expands on my expertise in developing mouse models of cancer and reproductive disorders
to identify novel mechanisms of uterine damage after cancer therapy. My overall future
goal is to exploit these targets to develop therapeutics to prevent damage to the
uterus and improve fertility. I will use my primary human cell and tissue culture
experience to drive translational studies in women and position myself as an internationally
competitive researcher in fertility regulation. I have already secured my salary for
the duration of my current research focus and have recruited a PhD student to drive
this research. I was recently awarded competitive seed funding from Monash University
to establish the embryo transfer models in mice, demonstrating my ability to be competitive
for larger external funding applications in the future.
My research is the very first step in uncovering entirely new knowledge about the
exact impacts of anti-cancer treatments on the uterus and its ability to foster a
healthy pregnancy after treatment has ceased. My short-term goal is to gain much needed
knowledge regarding the precise extent of damage that radiotherapy or different chemotherapy
drugs, commonly used to treat young cancer patients, can cause to the womb. Only once
we understand how anti-cancer treatments damages the uterus, will we be able to design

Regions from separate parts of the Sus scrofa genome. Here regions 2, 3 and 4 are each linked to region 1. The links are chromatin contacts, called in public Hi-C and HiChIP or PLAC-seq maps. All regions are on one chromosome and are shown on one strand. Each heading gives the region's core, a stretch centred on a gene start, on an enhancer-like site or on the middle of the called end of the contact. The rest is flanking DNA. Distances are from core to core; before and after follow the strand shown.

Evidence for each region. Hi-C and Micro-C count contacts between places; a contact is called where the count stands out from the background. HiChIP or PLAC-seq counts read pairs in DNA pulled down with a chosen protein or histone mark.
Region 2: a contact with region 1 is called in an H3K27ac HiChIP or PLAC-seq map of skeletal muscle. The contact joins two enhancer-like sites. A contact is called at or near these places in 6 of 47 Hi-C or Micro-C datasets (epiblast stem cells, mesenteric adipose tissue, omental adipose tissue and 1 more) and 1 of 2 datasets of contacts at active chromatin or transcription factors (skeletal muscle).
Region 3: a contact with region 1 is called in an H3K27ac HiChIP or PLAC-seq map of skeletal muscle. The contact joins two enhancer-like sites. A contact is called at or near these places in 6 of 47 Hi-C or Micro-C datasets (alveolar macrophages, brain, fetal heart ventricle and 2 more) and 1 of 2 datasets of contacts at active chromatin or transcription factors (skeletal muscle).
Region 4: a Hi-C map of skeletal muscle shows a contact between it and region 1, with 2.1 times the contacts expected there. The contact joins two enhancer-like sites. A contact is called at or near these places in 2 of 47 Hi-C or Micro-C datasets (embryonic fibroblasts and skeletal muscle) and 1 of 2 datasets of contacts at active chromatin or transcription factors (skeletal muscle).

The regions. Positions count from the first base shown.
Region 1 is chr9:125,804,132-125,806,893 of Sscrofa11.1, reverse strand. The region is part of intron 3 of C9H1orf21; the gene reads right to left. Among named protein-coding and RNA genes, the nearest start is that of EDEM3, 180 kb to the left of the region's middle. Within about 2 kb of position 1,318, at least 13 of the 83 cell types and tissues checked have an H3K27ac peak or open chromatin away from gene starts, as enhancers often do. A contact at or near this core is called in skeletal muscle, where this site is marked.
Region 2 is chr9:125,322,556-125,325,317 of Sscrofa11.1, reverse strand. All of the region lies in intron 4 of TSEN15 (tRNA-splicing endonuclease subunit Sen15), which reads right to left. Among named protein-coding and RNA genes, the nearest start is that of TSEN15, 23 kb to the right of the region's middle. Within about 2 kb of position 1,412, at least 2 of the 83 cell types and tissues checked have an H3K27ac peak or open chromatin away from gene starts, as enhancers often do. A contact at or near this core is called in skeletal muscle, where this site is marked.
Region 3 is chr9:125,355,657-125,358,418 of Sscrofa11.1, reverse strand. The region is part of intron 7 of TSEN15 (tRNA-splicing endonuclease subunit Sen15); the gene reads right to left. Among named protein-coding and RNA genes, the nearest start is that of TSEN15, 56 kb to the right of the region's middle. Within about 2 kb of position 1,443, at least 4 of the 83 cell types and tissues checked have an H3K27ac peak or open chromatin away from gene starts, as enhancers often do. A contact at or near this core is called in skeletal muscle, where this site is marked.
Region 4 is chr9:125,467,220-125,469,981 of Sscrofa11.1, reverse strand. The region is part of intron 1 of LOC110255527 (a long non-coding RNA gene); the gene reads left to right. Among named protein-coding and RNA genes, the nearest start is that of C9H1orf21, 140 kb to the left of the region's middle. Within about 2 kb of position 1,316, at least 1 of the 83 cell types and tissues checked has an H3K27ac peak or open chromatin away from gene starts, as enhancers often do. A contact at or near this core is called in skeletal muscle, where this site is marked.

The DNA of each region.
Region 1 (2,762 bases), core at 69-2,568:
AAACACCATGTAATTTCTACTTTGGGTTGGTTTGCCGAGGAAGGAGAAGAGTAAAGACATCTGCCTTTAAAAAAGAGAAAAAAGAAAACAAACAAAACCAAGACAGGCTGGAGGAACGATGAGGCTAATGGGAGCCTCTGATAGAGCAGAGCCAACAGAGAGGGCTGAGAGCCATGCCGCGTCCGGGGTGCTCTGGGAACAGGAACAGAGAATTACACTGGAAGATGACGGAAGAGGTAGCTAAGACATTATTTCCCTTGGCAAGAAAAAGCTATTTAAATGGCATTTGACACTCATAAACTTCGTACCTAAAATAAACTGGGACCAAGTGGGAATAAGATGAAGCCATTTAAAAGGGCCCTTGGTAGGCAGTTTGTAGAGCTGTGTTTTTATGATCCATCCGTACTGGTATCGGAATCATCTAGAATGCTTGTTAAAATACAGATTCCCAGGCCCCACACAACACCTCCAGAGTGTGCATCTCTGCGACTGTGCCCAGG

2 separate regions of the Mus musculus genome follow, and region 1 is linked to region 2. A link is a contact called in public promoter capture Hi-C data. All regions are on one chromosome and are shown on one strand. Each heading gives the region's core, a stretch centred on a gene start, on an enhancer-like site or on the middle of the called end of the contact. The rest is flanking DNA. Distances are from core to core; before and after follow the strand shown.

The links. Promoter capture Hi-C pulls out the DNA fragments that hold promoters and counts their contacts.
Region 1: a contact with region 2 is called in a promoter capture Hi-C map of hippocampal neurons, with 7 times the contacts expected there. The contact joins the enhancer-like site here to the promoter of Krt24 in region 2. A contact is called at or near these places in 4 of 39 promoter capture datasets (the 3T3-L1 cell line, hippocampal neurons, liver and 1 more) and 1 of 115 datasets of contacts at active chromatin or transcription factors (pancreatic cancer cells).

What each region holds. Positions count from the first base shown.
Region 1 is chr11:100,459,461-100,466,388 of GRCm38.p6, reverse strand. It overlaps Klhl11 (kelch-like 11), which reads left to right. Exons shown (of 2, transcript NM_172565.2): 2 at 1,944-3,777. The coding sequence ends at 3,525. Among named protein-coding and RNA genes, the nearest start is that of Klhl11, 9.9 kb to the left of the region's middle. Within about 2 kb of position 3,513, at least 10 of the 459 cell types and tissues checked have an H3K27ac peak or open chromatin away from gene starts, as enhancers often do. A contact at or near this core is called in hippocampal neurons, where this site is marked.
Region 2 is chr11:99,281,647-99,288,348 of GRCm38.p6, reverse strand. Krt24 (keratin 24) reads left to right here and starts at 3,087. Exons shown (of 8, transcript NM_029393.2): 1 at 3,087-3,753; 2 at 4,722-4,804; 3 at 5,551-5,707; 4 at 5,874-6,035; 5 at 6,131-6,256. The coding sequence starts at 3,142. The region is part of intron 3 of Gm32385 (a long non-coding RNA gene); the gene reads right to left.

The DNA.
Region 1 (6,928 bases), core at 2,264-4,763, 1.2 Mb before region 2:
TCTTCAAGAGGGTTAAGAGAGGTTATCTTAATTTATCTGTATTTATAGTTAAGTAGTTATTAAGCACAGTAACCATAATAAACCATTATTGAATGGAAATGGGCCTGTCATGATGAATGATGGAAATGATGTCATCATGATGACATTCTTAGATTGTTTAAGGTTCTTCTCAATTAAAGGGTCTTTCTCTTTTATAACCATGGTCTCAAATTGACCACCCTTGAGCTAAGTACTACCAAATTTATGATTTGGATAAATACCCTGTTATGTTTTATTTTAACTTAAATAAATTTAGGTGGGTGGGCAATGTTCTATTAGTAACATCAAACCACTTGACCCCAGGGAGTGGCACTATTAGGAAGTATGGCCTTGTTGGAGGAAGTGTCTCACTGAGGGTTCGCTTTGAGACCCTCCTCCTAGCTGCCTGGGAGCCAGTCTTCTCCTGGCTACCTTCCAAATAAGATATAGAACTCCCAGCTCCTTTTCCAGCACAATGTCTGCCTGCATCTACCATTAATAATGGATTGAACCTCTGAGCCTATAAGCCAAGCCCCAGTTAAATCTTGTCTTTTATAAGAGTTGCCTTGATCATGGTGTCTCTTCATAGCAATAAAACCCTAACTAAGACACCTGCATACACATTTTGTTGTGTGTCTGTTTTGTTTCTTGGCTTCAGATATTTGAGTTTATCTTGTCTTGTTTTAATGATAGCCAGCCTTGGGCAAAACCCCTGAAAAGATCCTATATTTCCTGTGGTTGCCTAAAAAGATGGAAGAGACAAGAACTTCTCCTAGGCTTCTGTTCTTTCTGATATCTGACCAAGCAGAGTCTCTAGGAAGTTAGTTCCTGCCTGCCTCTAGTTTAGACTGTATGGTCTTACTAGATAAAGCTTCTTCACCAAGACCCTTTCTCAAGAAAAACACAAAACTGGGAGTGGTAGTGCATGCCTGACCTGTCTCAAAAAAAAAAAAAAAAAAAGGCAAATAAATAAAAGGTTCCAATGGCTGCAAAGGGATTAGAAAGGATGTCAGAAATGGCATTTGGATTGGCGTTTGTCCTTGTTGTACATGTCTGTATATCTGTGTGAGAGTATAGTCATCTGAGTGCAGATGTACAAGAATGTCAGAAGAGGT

appropriate intervention methods to protect, or restore its normal function. Importantly,
my study will assess each key stage of pregnancy. Because I am using donor embryos
in recipient mice exposed to cancer therapies, I will know for certain that any differences
between the control or treated animals are caused by defects of the uterus, but not
the ovary and eggs. Assessing the impact of cancer therapies on each of the key stages
of successful pregnancy in my animal model will uncover new information regarding
the reasons why cancer survivors are more susceptible to pregnancy complications than
women who have not been exposed.
My medium-term goal, which I strive to achieve soon, will be to test whether our findings
in an animal model are also relevant to women. To do this, I will test our findings
using human uterine tissues samples collected from female cancer survivors undergoing
IVF. This will help me achieve my long-term goal, to substantially impact the clinical
care of young cancer patients and survivors. This includes ensuring that fertility-preservation
counselling becomes standard care for all young patients and that they are aware of
the potential impacts of radiotherapy and chemotherapy on the uterus. My long-term
goal is to use the findings from this study to develop innovative and much-needed
approaches to protect the uterus and fertility in young women being treated for cancer.
What advice do you have for those hoping to win the award in the future?
My advice would be to apply for the award, even if you do not think you’re competitive.
Although I did not win, I did not even think I would be shortlisted after my supervisor
told me she had nominated me. You have to be in it to win it!